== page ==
Cape Town Treaty

The Cape Town Convention on International Interests in Mobile Equipment, or Cape Town Treaty is an international treaty intended to standardize transactions involving movable property. The treaty creates international standards for registration of ownership (including dedicated registration agencies), security interests (liens), leases and conditional sales contracts, and various legal remedies for default in financing agreements, including repossession and the effect of particular states' bankruptcy laws.

Three protocols to the convention are specific to three types of movable equipment: Aircraft Equipment (aircraft and aircraft engines; signed in 2001), railway equipment (signed in 2007) and space assets (signed in 2012).

The treaty resulted from a diplomatic conference held in Cape Town, South Africa in 2001. The conference was attended by 68 countries and 14 international organizations. 53 countries signed the resolution proposing the treaty . The Convention portion of the treaty came into force on April 1, 2004, and has been signed by 28 countries. The Protocol (which applies specifically to aircraft and aircraft engines ) took effect on March 1, 2006 when it was ratified by 8 countries: Ethiopia, Ireland, Malaysia, Nigeria, Oman, Panama, Pakistan, and the United States.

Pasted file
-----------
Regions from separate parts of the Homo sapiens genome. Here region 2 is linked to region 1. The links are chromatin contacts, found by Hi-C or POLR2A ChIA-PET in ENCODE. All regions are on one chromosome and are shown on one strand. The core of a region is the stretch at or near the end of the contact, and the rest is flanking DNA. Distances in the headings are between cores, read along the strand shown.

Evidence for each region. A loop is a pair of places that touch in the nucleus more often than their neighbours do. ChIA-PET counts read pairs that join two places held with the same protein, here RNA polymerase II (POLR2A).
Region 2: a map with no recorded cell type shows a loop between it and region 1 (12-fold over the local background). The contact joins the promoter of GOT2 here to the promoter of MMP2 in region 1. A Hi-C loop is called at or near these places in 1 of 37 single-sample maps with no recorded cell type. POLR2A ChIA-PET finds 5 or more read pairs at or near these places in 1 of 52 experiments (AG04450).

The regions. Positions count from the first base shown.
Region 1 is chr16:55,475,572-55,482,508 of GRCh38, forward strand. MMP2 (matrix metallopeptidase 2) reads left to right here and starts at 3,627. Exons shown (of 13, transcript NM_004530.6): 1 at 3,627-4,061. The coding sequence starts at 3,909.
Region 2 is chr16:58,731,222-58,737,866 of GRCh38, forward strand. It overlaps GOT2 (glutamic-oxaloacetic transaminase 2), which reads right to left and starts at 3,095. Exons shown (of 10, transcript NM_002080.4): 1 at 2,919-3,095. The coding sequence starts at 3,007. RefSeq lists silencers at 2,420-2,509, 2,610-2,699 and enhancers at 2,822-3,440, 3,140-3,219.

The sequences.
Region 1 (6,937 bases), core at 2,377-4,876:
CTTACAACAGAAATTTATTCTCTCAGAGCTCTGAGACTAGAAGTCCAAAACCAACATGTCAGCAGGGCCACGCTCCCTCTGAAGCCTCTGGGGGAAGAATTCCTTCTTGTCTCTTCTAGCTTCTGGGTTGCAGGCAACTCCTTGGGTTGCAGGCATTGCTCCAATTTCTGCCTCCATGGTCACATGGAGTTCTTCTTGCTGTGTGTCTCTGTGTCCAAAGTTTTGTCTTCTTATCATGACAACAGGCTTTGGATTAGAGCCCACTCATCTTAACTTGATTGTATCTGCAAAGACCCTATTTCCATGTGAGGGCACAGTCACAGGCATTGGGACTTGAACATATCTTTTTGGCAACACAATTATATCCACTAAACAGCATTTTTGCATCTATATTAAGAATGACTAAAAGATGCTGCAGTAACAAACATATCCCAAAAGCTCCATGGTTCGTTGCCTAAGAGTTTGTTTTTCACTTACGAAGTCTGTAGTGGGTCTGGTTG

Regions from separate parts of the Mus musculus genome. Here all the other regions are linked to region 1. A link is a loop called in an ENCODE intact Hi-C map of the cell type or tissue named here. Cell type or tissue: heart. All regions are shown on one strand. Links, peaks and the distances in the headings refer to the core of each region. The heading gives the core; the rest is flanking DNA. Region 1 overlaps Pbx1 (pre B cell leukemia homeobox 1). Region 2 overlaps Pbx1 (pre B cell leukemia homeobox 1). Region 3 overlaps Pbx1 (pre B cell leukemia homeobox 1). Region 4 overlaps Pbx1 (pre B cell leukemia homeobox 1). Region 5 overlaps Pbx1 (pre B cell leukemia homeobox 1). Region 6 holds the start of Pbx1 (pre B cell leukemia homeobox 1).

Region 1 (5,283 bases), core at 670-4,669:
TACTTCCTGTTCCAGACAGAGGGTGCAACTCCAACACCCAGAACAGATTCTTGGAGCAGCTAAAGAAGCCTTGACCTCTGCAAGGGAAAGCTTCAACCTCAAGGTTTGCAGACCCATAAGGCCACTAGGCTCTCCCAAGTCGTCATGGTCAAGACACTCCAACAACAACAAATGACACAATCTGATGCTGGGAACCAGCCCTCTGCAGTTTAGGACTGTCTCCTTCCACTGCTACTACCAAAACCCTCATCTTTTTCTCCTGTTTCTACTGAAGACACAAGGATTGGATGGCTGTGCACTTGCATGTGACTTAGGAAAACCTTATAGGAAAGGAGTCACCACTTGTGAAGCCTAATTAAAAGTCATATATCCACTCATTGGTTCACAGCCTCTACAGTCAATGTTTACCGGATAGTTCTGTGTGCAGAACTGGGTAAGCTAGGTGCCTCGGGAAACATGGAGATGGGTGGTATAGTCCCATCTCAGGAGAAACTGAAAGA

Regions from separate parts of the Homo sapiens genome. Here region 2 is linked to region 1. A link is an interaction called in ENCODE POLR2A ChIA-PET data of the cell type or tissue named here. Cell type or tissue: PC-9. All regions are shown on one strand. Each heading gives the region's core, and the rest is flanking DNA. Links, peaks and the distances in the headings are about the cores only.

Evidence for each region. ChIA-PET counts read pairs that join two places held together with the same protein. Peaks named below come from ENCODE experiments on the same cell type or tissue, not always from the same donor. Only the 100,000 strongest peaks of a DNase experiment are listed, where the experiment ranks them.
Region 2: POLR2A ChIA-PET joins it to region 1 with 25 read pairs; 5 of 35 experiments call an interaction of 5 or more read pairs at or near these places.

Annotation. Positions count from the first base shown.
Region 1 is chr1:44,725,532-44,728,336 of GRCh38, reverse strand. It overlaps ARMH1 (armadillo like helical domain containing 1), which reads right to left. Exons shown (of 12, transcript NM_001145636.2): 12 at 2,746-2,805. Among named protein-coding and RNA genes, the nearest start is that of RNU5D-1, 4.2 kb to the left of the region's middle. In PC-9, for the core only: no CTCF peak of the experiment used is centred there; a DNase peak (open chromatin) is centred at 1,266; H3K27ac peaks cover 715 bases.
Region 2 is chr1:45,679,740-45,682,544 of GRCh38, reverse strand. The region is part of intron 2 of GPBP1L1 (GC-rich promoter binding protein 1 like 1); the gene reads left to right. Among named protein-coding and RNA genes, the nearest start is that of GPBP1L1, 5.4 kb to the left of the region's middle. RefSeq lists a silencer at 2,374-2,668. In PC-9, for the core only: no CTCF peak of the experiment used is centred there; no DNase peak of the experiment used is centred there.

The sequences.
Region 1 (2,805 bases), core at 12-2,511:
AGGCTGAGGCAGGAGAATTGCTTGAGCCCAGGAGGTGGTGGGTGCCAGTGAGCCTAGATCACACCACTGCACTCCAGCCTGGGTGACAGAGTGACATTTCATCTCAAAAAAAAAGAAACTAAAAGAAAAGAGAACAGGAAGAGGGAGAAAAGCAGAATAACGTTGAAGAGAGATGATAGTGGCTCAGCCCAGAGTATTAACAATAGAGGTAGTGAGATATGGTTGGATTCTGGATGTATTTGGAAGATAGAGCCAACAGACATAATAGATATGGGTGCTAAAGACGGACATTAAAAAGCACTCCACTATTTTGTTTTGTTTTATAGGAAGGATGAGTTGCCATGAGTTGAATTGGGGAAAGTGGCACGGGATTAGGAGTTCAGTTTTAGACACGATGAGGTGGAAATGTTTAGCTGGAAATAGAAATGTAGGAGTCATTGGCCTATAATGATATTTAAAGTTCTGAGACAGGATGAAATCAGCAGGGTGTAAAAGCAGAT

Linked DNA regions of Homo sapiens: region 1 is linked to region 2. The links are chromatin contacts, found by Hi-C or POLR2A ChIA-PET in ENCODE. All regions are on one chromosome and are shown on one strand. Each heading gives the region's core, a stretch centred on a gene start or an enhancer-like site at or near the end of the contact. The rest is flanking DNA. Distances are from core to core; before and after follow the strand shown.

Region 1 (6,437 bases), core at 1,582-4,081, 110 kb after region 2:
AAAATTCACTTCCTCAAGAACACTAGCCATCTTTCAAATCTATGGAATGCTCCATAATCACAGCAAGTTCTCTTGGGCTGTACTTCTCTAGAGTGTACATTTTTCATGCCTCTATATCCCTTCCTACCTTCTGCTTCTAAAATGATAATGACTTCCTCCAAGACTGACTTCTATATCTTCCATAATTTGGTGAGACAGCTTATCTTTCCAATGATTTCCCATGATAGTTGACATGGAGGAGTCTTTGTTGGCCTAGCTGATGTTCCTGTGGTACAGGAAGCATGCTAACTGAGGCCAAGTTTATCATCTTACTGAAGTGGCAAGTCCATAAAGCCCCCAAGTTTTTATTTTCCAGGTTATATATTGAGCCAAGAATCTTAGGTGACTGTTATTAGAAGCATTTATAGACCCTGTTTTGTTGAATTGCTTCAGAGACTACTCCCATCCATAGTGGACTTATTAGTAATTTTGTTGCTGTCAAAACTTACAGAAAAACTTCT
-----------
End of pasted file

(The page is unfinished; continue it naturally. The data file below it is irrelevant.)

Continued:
Read more about Cape Town Treaty:  Signatures and Ratifications

Other articles related to "cape, town":

Zalma, Missouri - History
... of Major George Frederick Bollinger, who settled on Whitewater and founded Burfordville in Cape Girardeau County ... The next morning, William Nevins, who was a miller there, came to town and with others was surveying the ruins when they discovered the iron bands of a wooden barrel which was supposed to have ... This building was located at the northeast corner of Green and Nora streets, and north of the town cemetery ...

Famous quotes containing the words treaty, cape and/or town:

    There is between sleep and us something like a pact, a treaty with no secret clauses, and according to this convention it is agreed that, far from being a dangerous, bewitching force, sleep will become domesticated and serve as an instrument of our power to act. We surrender to sleep, but in the way that the master entrusts himself to the slave who serves him.
    Maurice Blanchot (b. 1907)

    Round the cape of a sudden came the sea,
    And the sun looked over the mountain’s rim:
    And straight was a path of gold for him,
    And the need of a world of men for me.
    Robert Browning (1812–1889)

    The town is silent. The night boils with eleven stars.
    Oh starry starry night! This is how
    I want to die.
    Anne Sexton (1928–1974)